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Deer changing before the season
Buck in the Woods
Buck whitetails are about to lose the velvet covering from their antlers.

 Photographers, spectators, and hunters expect deer to be perfect examples of Wisconsin’s wildlife animal symbol, the white-tailed deer,

Different Deer Coats
Deer coats may be new gray, still summer red or part gray and part red.

regardless of the season.

     But each change has a transition; sometimes not so pretty, often short but necessary.

     Throughout the year all ages and genders change appearance. While in tradition from winter to spring to summer and finally autumn this stately example may leave something to be desired, albeit ephemeral.

The new coats are so different, so impressive that one soon forgets the old.

     Those transitions are usually short. In a couple weeks a deer’s coat can go from stately red to steel grayish brown, and does.

     Fawn’s spotted coat does not change overnight.  The white-tipped hairs that make up fawn spots slowly disappear and they look like mom when she gets finished losing her red, summer coat. The fawns, too will be more grayish brown.

     Of course there is growing, but usually not noticed after the second spring.

     It used to be that some of these changes made an early archery season deer almost off limits, such as a red coat or a few spots. It seems even the deer’s coat changes have now occurred sooner, earlier, and eliminated the necessity for reporting red deer or spotted fawns the a field warden.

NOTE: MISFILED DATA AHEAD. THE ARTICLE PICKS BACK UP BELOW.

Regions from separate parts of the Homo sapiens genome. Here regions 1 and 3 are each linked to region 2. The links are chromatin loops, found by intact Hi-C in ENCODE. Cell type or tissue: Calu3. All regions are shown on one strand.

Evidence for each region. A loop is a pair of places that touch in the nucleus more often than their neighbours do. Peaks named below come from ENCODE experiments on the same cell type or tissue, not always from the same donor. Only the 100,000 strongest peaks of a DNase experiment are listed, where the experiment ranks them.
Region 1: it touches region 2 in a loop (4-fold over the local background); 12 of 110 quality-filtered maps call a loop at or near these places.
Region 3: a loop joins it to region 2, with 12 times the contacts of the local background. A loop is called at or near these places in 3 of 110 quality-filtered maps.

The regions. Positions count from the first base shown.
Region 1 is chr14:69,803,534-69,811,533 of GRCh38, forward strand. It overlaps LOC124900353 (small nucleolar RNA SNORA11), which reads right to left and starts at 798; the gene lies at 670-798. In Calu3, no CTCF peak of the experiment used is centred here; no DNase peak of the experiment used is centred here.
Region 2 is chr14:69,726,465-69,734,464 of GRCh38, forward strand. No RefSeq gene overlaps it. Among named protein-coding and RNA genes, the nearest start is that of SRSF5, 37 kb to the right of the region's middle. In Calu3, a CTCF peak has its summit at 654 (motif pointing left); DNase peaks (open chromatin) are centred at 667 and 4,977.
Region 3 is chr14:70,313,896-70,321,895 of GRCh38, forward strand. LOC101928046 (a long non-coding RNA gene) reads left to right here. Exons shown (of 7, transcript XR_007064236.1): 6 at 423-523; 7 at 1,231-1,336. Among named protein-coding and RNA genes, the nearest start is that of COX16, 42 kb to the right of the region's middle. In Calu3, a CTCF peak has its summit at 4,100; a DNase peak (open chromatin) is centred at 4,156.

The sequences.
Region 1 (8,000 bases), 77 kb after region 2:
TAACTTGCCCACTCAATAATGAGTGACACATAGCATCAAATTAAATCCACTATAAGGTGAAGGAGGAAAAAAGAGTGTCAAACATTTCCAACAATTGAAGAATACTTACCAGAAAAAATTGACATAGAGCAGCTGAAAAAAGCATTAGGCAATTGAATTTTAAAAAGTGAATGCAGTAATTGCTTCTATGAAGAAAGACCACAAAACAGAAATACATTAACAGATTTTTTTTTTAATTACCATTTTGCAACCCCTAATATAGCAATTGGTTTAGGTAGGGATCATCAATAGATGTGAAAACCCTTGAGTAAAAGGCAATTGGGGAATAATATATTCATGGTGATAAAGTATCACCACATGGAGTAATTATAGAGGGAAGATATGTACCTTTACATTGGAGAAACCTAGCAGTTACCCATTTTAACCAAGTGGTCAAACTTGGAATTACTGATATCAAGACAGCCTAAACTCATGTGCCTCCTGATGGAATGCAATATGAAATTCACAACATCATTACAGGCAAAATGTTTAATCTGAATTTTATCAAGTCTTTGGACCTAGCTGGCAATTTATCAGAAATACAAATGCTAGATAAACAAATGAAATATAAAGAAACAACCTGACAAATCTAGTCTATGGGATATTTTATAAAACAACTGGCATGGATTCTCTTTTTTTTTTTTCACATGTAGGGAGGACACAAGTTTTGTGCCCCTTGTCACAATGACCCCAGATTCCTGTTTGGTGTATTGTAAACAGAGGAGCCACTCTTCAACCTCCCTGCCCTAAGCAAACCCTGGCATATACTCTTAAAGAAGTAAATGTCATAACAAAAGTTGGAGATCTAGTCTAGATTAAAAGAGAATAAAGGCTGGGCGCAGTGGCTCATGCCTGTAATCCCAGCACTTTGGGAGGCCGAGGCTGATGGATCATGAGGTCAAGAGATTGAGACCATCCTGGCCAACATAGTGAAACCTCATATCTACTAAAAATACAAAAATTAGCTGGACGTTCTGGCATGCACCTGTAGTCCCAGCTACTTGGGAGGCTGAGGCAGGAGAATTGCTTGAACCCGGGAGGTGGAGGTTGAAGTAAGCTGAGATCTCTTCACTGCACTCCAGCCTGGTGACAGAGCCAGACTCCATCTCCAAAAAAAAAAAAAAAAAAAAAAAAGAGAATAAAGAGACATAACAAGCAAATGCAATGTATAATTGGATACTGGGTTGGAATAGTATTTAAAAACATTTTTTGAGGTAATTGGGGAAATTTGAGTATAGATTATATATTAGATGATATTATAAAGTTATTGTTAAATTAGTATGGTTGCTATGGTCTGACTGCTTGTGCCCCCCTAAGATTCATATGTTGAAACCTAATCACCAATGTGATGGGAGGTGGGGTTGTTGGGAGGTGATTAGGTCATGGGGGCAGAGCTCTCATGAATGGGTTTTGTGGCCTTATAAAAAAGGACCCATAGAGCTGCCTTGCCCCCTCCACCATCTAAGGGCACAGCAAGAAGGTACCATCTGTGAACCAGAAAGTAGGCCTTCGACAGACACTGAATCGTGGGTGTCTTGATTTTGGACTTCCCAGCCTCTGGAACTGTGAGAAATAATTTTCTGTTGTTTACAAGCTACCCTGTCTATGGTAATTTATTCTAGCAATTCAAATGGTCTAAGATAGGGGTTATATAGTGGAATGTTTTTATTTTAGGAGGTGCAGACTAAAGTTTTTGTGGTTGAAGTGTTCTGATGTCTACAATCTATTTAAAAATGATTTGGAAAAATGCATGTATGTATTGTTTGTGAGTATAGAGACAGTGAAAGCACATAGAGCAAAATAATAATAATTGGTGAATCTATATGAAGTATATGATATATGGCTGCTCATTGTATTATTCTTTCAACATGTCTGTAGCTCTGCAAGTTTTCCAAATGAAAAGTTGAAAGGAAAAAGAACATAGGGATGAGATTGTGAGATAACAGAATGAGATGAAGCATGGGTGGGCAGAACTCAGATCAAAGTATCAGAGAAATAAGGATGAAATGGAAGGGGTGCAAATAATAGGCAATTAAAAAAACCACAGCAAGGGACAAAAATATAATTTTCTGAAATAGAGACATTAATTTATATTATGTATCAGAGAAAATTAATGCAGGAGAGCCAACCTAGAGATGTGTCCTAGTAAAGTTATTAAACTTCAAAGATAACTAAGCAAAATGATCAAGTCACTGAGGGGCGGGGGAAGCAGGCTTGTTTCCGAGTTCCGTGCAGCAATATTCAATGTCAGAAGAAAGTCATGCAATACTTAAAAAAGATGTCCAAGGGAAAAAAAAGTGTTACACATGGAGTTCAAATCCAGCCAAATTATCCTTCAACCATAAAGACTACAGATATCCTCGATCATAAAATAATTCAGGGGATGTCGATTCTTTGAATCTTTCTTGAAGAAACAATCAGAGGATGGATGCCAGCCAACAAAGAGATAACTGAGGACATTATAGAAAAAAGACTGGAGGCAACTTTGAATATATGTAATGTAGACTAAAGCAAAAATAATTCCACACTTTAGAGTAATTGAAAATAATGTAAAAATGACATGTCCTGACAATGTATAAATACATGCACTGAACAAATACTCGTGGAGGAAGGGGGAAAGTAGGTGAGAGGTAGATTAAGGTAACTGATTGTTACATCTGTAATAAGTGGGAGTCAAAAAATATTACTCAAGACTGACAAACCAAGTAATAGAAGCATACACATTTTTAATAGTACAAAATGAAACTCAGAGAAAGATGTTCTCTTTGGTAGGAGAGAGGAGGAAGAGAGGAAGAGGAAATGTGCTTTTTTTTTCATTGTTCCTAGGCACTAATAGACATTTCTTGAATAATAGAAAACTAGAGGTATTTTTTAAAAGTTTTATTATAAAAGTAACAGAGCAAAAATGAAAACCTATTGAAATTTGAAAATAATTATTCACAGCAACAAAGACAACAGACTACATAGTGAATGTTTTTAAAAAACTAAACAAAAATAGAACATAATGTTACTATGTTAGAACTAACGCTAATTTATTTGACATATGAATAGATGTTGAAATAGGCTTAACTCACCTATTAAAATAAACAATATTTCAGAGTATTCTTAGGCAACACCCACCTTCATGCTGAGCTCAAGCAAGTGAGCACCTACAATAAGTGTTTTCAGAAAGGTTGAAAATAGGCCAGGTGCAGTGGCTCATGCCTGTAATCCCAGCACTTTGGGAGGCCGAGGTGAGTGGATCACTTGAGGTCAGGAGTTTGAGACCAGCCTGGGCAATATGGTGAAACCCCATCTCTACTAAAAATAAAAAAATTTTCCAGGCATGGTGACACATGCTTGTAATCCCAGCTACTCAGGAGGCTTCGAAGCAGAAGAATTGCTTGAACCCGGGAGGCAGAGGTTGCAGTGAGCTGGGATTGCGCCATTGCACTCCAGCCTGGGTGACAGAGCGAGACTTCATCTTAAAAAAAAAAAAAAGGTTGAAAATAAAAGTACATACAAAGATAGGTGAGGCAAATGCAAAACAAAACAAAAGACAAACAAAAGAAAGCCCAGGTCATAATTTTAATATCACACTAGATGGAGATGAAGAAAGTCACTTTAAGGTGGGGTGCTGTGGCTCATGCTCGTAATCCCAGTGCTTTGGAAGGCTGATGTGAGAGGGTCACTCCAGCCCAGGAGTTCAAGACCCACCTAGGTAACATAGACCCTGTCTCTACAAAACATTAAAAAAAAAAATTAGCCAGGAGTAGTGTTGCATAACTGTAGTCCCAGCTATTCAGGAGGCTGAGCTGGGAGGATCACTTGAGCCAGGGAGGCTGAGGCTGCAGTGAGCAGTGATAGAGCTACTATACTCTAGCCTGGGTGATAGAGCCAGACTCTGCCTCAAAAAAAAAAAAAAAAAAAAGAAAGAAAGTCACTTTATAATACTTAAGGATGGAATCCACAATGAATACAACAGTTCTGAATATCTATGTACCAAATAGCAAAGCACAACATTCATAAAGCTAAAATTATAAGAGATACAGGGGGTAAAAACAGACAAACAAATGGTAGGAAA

In transition right now are spots losing more and more of their white-tipped hairs and joining the adults with a nearly homogeneous coat on their body’s top.

     All deer are are losing summer coats.  The new hairs are constructed for colder times ahead, hollow hairs for better insolation.

As they grow longer, the weather turns colder still.

     Velvet covered antlers no longer look as elegant and large. The velvet is dying, drying, and falling and then finally rubbed from the bony understructure.

     The once knobbed antlers are now pointed and in various shades from brown to near cream.

     This is one of those times every animal in the herd, unless sickly, seems photogenic, attractive, and prized by hunters, photographers, and those who simply must store an animal in a mind’s eye.

     Wisconsin’s white-tailed deer; a whitetail.